“Senna,” Netflix’s biggest and most ambitious series ever in Latin America, now has a director. Seasoned Brazilian film-TV action thriller director Vicente Amorim — whose credits include “Good” with Viggo Mortensen and “Yakuza Princess,” with Japanese American singer Masumi and Jonathan Rhys Meyers — has boarded the production.
The eight-episode fiction miniseries will plumb “the intimacy of the man who became a national hero and conquered the world,” Netflix Brazil announced on Monday.
It looks set to be the biggest play ever by Netflix for one of its biggest markets anywhere in international. In January 2021, Netflix was reported to have already run up 19 million household accounts in Brazil, nearly as many as the streamer’s then 25.49 million for the whole of Asia.
“I’ve had many idols in the sport, but only one hero, Senna. I watched his races, I rooted for him, I was inspired by him and I was in tears the day he died,” said Amorim, summing up the feelings of maybe most Brazilians towards Senna’s figure.
“Senna” also looks set, however, to reverberate in international.
In 2009, a poll of 217 current and former Formula One drivers by Autosport magazine named Senna as “the greatest Formula One driver who ever lived.” Multiple other polls – by BBC Sport, F1 Racing magazine, Germany’s Bild am Sonntag – have reached the same verdict.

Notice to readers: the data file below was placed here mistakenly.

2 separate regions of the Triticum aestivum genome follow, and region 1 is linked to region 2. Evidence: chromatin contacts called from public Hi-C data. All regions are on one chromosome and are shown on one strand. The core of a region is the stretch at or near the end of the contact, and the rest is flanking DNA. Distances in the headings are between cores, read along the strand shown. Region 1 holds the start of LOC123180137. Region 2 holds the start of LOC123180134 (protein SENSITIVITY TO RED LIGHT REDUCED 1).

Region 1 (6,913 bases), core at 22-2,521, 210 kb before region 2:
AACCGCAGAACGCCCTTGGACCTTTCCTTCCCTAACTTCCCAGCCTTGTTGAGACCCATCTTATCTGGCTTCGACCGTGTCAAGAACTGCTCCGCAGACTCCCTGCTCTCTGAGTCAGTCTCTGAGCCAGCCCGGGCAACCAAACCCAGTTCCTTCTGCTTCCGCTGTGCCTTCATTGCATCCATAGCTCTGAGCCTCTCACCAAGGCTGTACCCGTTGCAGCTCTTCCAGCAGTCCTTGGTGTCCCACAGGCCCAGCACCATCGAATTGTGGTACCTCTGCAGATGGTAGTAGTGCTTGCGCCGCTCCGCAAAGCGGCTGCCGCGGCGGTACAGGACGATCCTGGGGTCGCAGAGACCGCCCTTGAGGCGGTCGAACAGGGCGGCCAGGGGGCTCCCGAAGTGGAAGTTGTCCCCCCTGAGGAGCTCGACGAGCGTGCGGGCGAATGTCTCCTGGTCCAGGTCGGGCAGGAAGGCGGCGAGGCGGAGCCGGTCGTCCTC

“Senna was an international hero and through Netflix a series about him will have global reach – it will be an international series, produced and directed by Brazilians, that will move the home crowd and tell Senna’s fantastic story to new audiences and old fans all over the world,” Amorim said.
The son of a diplomat, who grew up in London, Washington DC, Brasilia, Rio de Janeiro and the Netherlands and speaks Portuguese, English, Spanish and French – which will not hurt shooting a series on such an international sport as Formula One – Amorim broke out two decades ago with a trio of dramas mixing international or big national stars and social point: 2003’s “The Middle of the World,” with Wagner Moura, which competed at San Sebastian; 2012’s singular “Dirty Hearts” with Tsuyoshi Ihara, a tale of fanaticism unspooling in the Japanese community in São Paulo at the end of WWII; and between them, 2008’s 1930s-Germany set ethical thriller “Good,” starring Viggo Mortensen, which made several critics’ Top 10 lists for the year, including at The Hollywood Reporter and The New York Observer.
Ever since 2017’s biker chase-slasher “Motorrad,” rated as one of his best and farest-out movies, Amorim has, however, become increasingly a go-to-director for action thrillers, whether Globoplay’s 2019 shoot-‘em-up “The Division,” bloodthirsty 2021 revenge tale “Yakuza Princess,” acquired by XYZ Films, or the still-to-bow “Santo,” a propulsive manhunt thriller marking Netflix’s first Spain-Brazil series which Amorim has just finished posting.
“Action and emotion defined who Senna was and what this series will be,” said Amorim. “We will put the audience in the driver’s seat, with Senna, in each of the cars he drove and try to reveal his genius while, at the same time, striving to understand the man, to open a window into his personal life, his challenges and his incredibly victorious career in a sport rigged against non-Europeans,” he added.